The house is one of Danish architect Arne Jacobsen's first examples of a building inspired by international functionalism. It is remarkable for both architectural and historical reasons, and at one and the same time reflects and was the home of one of Denmark's greatest architects and his work.
The property is also interesting for incorporating two widely differing building construction systems within the same architectural style. In 1929, the Building Act of 1889 still governed Danish construction. The law dictated that all buildings in Denmark must be implemented in masonry, by which was meant brickwork. This was the reason why the first stage of the house, the original two-storey home with the roof terrace from 1929, was constructed in traditional brickwork while the later extension with the drawing office from 1931 was constructed in reinforced concrete.
worked and lived in the house on Gotfred Rodes Vej until 1943, when
he moved to Sweden. In 1951, a few years after returning to
Denmark, he moved to Strandvejen 413 in Klampenborg where he had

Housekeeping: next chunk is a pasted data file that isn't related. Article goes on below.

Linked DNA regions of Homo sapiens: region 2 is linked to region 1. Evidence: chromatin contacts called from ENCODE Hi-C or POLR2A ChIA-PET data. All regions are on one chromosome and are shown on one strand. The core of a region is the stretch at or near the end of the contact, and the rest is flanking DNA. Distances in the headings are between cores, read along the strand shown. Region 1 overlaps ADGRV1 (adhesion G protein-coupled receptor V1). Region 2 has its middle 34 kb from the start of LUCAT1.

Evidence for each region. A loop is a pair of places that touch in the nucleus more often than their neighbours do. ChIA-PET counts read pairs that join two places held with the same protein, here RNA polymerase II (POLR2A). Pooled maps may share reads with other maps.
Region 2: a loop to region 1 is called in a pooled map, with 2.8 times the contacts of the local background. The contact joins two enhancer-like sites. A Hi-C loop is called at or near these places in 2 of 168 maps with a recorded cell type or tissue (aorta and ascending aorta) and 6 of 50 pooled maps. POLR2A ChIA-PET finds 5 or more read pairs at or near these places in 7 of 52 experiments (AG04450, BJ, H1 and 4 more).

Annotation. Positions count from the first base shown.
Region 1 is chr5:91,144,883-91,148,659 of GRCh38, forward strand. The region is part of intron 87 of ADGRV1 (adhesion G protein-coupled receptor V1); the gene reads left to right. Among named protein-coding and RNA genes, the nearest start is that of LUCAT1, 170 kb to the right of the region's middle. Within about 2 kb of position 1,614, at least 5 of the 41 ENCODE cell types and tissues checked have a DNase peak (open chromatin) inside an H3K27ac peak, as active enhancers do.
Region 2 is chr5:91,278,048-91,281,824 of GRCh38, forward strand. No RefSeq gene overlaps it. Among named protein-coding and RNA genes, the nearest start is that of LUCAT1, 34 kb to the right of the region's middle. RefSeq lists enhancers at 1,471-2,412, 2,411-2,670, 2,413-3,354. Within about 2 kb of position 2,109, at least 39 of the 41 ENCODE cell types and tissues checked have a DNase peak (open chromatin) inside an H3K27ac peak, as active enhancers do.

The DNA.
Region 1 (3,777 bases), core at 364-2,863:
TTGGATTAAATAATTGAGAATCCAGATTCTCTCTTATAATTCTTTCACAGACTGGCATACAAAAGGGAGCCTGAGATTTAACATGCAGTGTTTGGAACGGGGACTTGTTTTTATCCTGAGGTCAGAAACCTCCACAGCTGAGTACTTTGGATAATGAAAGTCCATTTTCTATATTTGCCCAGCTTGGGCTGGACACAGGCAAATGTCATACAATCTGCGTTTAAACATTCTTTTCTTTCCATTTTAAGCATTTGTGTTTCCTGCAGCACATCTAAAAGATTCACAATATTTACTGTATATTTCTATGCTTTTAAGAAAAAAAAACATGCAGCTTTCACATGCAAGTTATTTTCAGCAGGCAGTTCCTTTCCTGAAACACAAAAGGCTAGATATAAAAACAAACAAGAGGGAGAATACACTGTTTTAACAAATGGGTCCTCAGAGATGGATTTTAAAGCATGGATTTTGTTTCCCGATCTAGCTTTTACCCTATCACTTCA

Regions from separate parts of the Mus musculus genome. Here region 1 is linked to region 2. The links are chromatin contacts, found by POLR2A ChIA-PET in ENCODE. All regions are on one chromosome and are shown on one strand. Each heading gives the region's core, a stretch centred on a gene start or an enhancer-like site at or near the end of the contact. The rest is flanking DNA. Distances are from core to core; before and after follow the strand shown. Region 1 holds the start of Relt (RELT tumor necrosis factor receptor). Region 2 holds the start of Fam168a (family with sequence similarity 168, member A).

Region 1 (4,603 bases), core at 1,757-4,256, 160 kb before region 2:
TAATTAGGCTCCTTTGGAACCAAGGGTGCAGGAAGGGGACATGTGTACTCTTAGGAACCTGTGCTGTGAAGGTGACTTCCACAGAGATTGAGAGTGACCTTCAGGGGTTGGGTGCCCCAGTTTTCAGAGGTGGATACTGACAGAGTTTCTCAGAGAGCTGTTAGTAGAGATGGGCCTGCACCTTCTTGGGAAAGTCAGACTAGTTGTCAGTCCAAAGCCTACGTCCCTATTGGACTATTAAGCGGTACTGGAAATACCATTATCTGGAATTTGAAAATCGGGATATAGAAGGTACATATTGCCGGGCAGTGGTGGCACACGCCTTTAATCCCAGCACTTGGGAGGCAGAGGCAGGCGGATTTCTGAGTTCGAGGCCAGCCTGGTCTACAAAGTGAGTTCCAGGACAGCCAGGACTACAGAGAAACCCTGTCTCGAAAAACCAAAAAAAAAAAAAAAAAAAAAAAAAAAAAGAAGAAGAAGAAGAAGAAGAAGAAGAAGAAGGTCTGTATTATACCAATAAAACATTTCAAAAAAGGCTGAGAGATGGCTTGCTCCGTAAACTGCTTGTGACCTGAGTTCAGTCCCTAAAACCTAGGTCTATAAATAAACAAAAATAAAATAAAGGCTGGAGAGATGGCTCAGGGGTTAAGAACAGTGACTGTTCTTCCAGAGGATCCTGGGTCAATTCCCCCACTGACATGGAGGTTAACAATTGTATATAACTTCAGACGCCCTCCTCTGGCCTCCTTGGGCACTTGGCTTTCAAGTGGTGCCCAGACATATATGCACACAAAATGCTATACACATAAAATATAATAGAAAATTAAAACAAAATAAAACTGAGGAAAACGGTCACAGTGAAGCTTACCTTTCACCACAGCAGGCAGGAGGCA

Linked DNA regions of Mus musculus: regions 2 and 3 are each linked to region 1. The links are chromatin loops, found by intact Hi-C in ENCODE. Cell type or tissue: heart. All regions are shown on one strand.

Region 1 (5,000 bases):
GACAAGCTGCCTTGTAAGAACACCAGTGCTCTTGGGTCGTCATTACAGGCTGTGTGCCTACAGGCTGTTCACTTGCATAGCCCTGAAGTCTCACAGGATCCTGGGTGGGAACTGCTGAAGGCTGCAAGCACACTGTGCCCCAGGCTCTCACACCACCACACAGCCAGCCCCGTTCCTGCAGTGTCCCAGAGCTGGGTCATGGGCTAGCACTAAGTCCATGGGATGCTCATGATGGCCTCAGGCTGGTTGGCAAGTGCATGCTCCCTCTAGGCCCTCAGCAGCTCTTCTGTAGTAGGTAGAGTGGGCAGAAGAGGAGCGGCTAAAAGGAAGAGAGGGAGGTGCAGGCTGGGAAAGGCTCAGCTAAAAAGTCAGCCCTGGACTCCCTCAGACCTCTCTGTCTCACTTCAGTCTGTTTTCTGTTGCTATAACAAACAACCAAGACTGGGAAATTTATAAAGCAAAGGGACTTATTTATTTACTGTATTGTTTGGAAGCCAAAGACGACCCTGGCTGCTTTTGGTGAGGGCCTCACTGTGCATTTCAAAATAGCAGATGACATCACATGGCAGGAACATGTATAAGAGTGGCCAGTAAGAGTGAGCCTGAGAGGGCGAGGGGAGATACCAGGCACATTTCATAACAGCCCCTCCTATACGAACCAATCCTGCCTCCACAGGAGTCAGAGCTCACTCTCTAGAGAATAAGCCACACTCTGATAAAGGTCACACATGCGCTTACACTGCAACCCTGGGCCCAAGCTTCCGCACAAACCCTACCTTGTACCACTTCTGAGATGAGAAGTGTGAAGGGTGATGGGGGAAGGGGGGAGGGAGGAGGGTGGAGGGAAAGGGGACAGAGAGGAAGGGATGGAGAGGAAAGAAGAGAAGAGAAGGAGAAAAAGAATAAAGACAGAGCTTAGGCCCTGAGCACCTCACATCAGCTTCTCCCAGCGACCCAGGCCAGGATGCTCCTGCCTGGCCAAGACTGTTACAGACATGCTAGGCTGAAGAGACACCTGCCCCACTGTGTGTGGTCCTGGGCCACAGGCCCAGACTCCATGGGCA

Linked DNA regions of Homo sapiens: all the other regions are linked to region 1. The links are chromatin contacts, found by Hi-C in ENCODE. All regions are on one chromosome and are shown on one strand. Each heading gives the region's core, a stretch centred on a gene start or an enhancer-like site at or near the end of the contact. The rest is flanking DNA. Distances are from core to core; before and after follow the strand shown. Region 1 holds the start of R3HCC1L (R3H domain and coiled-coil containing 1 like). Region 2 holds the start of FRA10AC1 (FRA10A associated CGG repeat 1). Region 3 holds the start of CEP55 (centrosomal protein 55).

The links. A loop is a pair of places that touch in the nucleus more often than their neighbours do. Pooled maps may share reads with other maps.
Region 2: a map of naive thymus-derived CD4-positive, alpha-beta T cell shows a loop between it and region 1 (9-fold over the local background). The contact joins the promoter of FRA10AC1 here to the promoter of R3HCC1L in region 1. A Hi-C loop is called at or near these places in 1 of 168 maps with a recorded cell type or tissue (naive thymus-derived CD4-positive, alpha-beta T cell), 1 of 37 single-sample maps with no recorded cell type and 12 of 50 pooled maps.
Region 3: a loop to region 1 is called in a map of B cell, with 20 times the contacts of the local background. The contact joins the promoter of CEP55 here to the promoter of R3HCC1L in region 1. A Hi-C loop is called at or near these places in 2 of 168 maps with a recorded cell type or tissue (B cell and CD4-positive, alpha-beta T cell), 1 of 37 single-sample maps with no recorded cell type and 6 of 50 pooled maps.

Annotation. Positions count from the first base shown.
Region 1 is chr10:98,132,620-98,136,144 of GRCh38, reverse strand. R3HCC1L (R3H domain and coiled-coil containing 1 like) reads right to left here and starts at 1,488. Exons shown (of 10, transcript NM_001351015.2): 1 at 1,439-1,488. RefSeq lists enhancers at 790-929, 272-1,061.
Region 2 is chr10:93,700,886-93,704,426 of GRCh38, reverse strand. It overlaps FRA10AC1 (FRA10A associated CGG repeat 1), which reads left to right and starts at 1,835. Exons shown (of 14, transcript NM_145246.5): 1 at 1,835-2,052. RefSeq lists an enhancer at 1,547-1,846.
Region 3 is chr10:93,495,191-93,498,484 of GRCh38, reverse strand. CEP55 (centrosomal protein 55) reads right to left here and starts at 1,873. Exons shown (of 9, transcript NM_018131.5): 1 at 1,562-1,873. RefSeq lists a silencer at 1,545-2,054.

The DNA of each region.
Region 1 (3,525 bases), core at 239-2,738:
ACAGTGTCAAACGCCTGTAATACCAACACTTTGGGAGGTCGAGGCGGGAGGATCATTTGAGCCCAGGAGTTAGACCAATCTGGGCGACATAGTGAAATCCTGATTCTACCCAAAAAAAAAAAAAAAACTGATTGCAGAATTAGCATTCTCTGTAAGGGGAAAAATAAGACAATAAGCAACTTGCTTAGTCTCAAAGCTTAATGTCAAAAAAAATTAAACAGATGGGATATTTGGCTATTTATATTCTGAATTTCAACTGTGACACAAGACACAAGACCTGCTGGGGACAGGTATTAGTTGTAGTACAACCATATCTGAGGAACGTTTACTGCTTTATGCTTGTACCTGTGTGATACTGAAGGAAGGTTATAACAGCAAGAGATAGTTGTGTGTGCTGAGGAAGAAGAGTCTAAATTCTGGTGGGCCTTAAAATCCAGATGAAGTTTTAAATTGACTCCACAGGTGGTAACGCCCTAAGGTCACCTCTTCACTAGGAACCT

designed a new home.
Realdania Byg's restoration of the house concentrated on restoring the property to its original expression while carrying out a series of immediately necessary repair works - both inside and out.
Arne Jacobsen (1902-1971) is one of a kind and known throughout the world. Through his many different projects, from buildings to furniture and applied arts, he made a strong and personal impression on Danish architecture and design for more than 50 years. His scope was wide, from the functionalist lines of large buildings to the simplicity of his celebrated range of cutlery for Georg Jensen. It is characteristic of Arne Jacobsen that several of his buildings were equipped down to the last detail with furniture and fittings of his own design. The best-known example of this is the SAS Royal Hotel in Copenhagen.
The property is privately leased for mixed residential and commercial purposes. Not open to the public.